24 February 2015

Chapter 14 – The phone call

 So, in the last chapter I was telling you about Muff Winwood, the then Vice President of Sony UK, and why I was making a bee line for him. Well, Muff and Lincoln Alias (founder of the label) were responsible for signing some great artists to the label, including Sade, Des’ree and Jamiroquai to name just a few. These were the days when acts were signed and developed … this means they were signed, and were then given time, money and breathing space to write, and figure out their direction along with the guidance and help of the label.

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Back in the day it wasn’t unusual for acts to release quite a few albums before they even came close to hitting the big time – and this was acceptable collateral damage. Artists such as; The Stones, The Beatles, David Bowie, Radiohead, Queen, Pulp, Nirvana, U2, Pink Floyd, Deep Purple, Blur and Red Hot Chilli Peppers all took their sweet time before they hit the ground running, and in some cases it took years. Note: If you’re reading this and you have no idea who some of those artists are that I just mentioned, and yet you do know who ‘one direction’ are, then shame on you! you better go have a listen and save your soul while you still can : ) 

Unfortunately times have now changed. Labels can no longer afford to invest money into long term development projects.  Now, often when artists are signed they are expected to make the money back (with hit records) on their debut album. In many cases if they don’t recoup their advance, they are dropped like a hot potato. If this was the case back in the day, think of all that great music we would have missed out on! it also makes you wonder what great music we might be missing out on today … no Bowie, no Queen, no Beatles??!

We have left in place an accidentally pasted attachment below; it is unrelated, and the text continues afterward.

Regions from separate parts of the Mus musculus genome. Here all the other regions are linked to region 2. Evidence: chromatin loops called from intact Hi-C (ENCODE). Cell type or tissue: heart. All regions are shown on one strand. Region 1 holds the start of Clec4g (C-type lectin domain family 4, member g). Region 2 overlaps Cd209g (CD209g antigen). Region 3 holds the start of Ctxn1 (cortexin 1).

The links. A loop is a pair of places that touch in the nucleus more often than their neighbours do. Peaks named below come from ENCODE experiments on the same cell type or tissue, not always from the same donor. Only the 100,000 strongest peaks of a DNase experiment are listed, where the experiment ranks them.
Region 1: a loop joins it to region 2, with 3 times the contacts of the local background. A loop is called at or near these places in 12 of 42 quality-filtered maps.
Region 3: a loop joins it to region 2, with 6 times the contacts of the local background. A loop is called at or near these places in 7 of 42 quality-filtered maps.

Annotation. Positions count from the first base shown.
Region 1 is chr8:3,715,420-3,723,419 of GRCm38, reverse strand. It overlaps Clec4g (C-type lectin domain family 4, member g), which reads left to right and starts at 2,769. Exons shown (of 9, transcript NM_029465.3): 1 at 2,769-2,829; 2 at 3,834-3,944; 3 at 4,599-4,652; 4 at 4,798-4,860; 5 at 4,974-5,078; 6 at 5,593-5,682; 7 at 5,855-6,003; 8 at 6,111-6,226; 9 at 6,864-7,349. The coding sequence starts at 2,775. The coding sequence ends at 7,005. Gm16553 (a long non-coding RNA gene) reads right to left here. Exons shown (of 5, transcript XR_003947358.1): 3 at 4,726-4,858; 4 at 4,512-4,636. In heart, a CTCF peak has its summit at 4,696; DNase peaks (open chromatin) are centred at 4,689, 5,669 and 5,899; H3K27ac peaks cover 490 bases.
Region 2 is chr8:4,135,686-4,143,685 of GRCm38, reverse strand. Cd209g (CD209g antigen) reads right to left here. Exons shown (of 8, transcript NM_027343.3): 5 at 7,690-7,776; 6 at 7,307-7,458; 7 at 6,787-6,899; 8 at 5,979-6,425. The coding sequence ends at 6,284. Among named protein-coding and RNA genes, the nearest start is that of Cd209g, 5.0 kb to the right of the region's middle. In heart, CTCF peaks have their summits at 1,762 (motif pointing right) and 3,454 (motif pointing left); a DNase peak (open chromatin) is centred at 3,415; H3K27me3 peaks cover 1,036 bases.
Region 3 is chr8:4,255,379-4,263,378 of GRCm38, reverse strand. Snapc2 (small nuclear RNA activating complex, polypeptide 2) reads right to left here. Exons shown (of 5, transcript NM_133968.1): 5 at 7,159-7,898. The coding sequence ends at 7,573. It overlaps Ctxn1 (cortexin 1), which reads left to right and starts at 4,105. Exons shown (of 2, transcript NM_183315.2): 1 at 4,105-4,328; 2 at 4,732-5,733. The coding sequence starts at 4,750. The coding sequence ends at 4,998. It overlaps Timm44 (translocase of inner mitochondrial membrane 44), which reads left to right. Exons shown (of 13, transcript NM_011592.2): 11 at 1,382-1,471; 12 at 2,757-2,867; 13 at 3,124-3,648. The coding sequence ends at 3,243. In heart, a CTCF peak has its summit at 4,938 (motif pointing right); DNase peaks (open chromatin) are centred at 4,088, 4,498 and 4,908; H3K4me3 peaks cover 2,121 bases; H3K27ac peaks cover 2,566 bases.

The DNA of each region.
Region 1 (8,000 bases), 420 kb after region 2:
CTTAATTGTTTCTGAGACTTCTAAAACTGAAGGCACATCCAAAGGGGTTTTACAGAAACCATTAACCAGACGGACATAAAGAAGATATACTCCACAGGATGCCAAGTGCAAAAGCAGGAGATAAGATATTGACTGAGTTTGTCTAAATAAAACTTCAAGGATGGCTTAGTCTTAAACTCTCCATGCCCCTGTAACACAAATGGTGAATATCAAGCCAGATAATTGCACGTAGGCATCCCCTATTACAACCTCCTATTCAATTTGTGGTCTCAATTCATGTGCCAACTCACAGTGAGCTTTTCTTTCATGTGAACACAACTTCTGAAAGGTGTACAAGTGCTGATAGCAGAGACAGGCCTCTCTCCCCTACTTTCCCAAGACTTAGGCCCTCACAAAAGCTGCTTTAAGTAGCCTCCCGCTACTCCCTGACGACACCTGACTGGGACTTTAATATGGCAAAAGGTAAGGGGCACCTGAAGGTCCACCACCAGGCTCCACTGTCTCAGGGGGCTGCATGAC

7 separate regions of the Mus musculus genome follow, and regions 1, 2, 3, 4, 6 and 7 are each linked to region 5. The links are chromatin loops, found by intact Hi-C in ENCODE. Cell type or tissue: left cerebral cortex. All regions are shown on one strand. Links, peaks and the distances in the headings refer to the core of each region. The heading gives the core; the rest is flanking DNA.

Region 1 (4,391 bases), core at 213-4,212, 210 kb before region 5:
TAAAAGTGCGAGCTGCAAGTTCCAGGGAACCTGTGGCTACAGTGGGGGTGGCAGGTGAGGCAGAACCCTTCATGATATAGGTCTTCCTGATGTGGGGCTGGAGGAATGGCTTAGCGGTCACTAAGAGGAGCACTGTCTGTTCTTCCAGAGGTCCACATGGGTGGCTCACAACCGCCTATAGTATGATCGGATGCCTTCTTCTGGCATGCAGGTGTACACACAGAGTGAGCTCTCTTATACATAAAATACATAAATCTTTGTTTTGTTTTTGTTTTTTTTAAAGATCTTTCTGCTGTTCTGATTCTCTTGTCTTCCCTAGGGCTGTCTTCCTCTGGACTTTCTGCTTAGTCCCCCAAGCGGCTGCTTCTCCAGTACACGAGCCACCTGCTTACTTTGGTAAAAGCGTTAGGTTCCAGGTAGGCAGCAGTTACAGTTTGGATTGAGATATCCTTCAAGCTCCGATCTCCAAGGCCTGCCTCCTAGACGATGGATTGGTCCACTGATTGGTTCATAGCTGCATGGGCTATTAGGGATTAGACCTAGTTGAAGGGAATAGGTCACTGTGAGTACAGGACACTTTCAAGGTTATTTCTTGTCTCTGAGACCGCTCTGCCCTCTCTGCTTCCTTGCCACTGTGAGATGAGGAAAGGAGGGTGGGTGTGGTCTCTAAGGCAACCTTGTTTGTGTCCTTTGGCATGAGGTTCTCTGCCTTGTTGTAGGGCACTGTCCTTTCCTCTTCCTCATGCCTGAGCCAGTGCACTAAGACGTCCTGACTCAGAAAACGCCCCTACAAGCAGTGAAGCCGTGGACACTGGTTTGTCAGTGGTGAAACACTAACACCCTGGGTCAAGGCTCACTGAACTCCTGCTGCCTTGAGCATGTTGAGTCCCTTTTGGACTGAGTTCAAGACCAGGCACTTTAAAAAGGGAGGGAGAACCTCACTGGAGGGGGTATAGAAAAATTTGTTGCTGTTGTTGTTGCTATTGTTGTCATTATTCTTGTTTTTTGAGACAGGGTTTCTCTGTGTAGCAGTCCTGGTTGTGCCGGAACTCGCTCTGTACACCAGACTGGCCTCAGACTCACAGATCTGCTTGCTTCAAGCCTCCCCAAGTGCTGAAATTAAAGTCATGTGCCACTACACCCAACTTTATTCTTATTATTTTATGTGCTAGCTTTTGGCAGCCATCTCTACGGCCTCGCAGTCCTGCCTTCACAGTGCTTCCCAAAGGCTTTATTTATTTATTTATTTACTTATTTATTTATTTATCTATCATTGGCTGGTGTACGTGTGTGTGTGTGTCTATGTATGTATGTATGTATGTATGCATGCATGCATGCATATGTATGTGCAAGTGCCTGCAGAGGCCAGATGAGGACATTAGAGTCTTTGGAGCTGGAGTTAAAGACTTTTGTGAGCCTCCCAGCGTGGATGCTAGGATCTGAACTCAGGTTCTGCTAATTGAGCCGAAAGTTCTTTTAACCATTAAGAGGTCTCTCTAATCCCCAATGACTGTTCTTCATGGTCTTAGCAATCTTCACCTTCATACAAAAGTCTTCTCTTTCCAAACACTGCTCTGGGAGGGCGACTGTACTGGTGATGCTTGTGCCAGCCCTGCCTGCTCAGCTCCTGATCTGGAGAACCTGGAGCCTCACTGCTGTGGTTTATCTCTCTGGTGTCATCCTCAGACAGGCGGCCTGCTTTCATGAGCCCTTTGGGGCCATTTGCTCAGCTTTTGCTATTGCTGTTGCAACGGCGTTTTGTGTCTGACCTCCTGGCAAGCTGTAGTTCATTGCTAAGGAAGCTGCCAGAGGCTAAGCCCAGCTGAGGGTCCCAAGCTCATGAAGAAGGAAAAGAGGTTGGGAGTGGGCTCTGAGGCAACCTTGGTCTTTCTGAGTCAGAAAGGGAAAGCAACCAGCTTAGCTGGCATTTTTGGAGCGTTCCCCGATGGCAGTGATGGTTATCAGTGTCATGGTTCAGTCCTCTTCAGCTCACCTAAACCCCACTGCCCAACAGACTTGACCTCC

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I guess you could argue that with the arrival of youtube, there’s a level playing field now – anyone can achieve worldwide recognition and that’s true, but also it’s worth noting that; it doesn’t matter how talented you think you might be, developing your craft/sound/musicianship takes years – and that level of devotion is born out of a love of music. For that reason alone, anyone just looking for overnight stardom might well enjoy some flash-in-the-pan success but (and this is just my opinion) they will never come close to achieving a long term successful career in music.

This is the reason why I had sought out Muff Winwood; he was a musician himself and he had a reputation for helping and establishing artists. All I had at this point were a handful of very commercial pop songs that I’d written with Jed, and a back catalogue of ‘Jodie’ songs that had never seen light of day. I knew I was going to need help, time, and guidance but I also knew that getting into bed with a major label could be well dicey, so if I was lucky enough to be picked out from a pile and if I did go down this road, it would have to be with someone I felt I could trust. I needed to be taken under somebody’s wing and I was praying to the universe, that somebody might be Muff Winwood.

The following week Muff called me. We had a short but sweet conversation, during which he invited to come into the office for a chat – I hung up very calmly and ran screaming all over the house.

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